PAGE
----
“I wasn’t always into physical fitness,” said Beard. “ Just basic levels that were required of me, but during my second year in the military I hurt my back pretty badly which took almost nine months to recover from. When I felt like I was back at a hundred percent, I really started getting into fitness so I would avoid getting injured again.”

She started by putting more effort into aerobic physical training sessions that furthered her cardiovascular ability, with an emphasis on stretching afterward, which she says is something that some service members neglect from time to time.

“It’s not all about running and doing max pull-ups” Beard said. “In my experience, people don’t really take the time to have PTs that are dedicated to mobility and stretching.”

When Beard was a corporal, she led her shop in a PT program where they worked on their mobility and stretching. In a few weeks’ time, her Marines improved in their physical capabilities drastically and became significantly more proficient in their annual physical fitness evaluations.

She continues to focus on her agility and aerobic drills in order to improve her abilities and her resilience to injury, driven by a desire to never be in a physical slump for a long period of time again.

Her motivation to stay free from injury eventually culminated in a desire to push herself to the apex of her abilities. Beard was getting stronger, faster, and more efficient with her movements, and she began to develop a strong proclivity for a specific exercise that is one of the cornerstones of cardiovascular fitness: burpees. “I got into high intensity tactical training for a really long time and participated in the HITT competition they had on base,” Beard said. “That was really fun. It built my stamina to the point where I was able to do a lot of burpees and then that’s when I looked up the world record out of curiosity.”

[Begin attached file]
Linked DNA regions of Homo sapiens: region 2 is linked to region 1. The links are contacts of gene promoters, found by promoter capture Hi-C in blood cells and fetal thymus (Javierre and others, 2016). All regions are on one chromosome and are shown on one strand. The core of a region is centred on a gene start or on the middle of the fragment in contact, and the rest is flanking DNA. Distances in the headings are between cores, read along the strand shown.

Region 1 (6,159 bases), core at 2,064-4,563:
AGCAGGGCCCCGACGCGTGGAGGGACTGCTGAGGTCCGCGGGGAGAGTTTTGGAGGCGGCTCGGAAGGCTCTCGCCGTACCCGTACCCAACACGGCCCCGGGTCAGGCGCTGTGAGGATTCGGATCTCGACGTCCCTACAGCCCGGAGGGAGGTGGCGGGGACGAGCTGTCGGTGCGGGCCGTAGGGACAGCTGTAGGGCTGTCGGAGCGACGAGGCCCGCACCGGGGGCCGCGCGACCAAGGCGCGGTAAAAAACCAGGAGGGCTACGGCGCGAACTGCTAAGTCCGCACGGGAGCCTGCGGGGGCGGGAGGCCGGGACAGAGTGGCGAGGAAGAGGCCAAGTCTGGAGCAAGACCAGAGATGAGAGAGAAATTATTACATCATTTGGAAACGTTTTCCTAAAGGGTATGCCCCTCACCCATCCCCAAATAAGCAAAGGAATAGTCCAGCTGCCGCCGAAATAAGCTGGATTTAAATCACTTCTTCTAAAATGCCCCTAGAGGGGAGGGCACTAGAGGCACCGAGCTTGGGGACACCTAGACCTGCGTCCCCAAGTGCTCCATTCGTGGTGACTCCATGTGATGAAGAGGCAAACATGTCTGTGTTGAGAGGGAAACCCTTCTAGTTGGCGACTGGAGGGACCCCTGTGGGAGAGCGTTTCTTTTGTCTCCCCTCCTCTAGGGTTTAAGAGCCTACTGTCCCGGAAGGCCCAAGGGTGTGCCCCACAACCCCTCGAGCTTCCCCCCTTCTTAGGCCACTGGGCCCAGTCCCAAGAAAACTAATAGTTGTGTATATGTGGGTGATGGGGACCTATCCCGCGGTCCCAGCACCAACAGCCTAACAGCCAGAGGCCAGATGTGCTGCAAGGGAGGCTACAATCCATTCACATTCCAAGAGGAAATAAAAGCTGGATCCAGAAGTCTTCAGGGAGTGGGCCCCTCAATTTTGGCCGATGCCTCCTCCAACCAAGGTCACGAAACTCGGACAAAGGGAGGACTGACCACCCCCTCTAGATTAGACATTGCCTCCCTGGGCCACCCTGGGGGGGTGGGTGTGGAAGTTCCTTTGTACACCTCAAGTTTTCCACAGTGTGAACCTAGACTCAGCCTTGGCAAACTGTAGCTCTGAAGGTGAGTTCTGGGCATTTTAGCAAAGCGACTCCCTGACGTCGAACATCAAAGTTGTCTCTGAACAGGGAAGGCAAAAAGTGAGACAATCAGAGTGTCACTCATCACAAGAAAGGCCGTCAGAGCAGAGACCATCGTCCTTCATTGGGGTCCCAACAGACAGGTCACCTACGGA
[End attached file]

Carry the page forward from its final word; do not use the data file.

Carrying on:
For a time, Beard volunteered as a Physical Fitness Test Regulations for H&HS when the unit was running low on CPTRs. Over time, she decided to get certified, and now she conducts her own PFTs and CFTs with the H&HS operations office, or S-3.

Beard would later attempt the Guiness World Record for most chest-to-ground burpees in one minute for the female category. With three months of rigorous training to make sure her form was flawless, Beard would have to give all she had — and more — in order to break the record.

With the rules for a chest-to-ground burpee being different from a regular burpee, Beard wanted to make sure she did exactly what the rules dictated for the Guiness world record.